Capitalizing on Downsizing
Moving into a smaller home can be a challenge. But a can-do attitude paired with a little creativity will make the transition a smooth one.
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Graves makes good use of the living room, the heart of the home. Two jade green armchairs and a camel-colored sofa surround a round ottoman-turned-coffee table. It’s also the occasional poker table for Will and his friends, who watch football on a flat-screen TV tucked in an alcove.
When the teenagers take over the living room, Graves retires to a small sitting room, where one closet holds her work files and another holds coats. Here she reads the paper, watches the smaller TV or writes letters—a lost art she still practices.
All the rooms are laden with rich fabrics. The living room chairs, for instance, have a checkerboard pattern with a raised finish that invites a touch. A lush fur throw is tossed over the back of the sofa. A profusion of needlepoint and velveteen pillows tumbles from the sofa corners in both rooms.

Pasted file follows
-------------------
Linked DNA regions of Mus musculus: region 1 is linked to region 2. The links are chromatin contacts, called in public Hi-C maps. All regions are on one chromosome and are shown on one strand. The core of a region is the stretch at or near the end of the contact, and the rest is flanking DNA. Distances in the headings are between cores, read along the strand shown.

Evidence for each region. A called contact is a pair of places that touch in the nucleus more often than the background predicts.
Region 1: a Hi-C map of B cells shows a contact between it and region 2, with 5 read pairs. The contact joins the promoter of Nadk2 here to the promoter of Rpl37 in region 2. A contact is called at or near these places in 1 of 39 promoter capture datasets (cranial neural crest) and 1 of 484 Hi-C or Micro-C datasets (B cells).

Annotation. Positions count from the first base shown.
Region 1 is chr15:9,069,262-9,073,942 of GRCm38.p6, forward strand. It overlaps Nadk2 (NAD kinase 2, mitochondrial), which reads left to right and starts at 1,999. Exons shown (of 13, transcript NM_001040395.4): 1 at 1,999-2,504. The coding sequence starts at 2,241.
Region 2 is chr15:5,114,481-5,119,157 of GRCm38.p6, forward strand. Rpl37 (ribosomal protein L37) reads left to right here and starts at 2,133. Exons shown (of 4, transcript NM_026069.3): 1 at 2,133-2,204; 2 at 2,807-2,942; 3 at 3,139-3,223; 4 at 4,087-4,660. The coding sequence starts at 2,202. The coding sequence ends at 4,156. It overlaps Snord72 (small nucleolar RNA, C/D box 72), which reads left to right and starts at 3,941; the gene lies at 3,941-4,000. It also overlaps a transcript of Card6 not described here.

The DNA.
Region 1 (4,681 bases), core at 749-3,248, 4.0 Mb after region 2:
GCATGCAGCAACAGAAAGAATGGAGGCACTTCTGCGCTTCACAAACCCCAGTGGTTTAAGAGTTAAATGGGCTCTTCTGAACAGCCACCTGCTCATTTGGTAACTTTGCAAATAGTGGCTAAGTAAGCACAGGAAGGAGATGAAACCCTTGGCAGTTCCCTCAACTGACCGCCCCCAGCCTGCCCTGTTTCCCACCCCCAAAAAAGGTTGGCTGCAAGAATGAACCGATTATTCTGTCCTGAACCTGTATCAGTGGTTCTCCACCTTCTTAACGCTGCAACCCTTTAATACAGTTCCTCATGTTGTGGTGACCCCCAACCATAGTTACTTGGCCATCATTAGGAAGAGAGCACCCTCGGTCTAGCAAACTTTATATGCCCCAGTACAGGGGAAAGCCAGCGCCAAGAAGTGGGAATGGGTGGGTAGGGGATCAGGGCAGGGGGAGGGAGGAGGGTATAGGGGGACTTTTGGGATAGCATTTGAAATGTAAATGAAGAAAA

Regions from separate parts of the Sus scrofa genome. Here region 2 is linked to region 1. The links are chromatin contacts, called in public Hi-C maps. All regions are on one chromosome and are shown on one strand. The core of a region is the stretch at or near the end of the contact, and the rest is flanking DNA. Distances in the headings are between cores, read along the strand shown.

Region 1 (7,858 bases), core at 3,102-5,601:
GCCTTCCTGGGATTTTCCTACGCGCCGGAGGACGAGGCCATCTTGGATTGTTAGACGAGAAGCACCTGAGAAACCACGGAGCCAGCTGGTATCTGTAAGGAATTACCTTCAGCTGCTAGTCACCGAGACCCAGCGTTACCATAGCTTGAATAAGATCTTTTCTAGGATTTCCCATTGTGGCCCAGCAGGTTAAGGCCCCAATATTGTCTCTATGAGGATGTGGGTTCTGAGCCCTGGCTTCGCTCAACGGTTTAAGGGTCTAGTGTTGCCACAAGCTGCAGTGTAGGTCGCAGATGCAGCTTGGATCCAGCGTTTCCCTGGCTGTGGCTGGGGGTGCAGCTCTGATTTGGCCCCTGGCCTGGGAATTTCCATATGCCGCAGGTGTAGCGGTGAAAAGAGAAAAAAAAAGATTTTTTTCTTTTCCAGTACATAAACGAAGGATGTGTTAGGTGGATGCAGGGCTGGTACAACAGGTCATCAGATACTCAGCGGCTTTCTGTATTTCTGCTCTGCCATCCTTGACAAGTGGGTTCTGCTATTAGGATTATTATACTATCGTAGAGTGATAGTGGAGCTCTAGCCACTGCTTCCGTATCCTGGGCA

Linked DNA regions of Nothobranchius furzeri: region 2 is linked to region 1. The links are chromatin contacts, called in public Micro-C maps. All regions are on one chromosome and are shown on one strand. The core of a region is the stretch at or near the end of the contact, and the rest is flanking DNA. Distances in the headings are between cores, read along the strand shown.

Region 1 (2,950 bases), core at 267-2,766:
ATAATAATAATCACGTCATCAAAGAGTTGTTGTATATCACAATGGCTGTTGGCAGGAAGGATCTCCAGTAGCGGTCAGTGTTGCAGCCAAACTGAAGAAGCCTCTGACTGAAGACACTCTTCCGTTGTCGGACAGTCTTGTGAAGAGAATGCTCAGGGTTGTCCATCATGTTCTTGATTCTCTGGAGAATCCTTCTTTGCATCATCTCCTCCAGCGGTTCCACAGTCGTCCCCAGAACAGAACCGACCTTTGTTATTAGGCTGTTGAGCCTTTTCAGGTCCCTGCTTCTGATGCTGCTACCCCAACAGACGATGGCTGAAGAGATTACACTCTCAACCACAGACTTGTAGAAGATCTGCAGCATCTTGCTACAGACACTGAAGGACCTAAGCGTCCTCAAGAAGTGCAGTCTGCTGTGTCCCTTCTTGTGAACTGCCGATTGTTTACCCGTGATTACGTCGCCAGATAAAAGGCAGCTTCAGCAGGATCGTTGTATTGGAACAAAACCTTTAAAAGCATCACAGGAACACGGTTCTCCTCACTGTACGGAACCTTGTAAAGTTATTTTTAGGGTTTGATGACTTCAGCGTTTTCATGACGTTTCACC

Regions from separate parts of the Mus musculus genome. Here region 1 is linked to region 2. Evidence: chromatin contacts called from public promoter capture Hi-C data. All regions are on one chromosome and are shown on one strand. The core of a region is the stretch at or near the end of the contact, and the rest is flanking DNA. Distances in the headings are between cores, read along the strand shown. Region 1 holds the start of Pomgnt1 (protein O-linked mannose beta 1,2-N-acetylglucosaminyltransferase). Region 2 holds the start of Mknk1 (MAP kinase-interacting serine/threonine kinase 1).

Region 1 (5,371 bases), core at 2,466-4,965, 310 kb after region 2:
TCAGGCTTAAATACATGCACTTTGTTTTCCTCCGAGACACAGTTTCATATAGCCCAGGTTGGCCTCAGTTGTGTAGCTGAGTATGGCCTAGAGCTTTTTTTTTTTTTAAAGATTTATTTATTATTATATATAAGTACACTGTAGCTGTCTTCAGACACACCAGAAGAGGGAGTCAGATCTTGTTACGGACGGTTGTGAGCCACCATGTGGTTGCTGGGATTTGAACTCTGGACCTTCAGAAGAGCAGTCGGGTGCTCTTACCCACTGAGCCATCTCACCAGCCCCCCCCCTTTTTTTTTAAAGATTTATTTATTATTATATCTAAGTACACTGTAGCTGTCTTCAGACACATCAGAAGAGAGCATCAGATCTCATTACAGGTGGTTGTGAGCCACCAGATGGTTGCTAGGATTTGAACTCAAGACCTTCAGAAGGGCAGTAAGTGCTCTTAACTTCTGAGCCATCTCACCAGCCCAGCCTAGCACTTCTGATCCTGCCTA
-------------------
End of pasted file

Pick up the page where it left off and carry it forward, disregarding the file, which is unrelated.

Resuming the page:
There is no dining room, which might present a problem for a hostess who once thought throwing dinner parties for 18 was fun. That, however, was in her 30s. Graves sold the mahogany dining room table before the move. Now guests gather in the living room, plates on laps. Or they collect around a makeshift dining room table, which is created by placing a 40-inch top on a tea table, then draping it with white linen.
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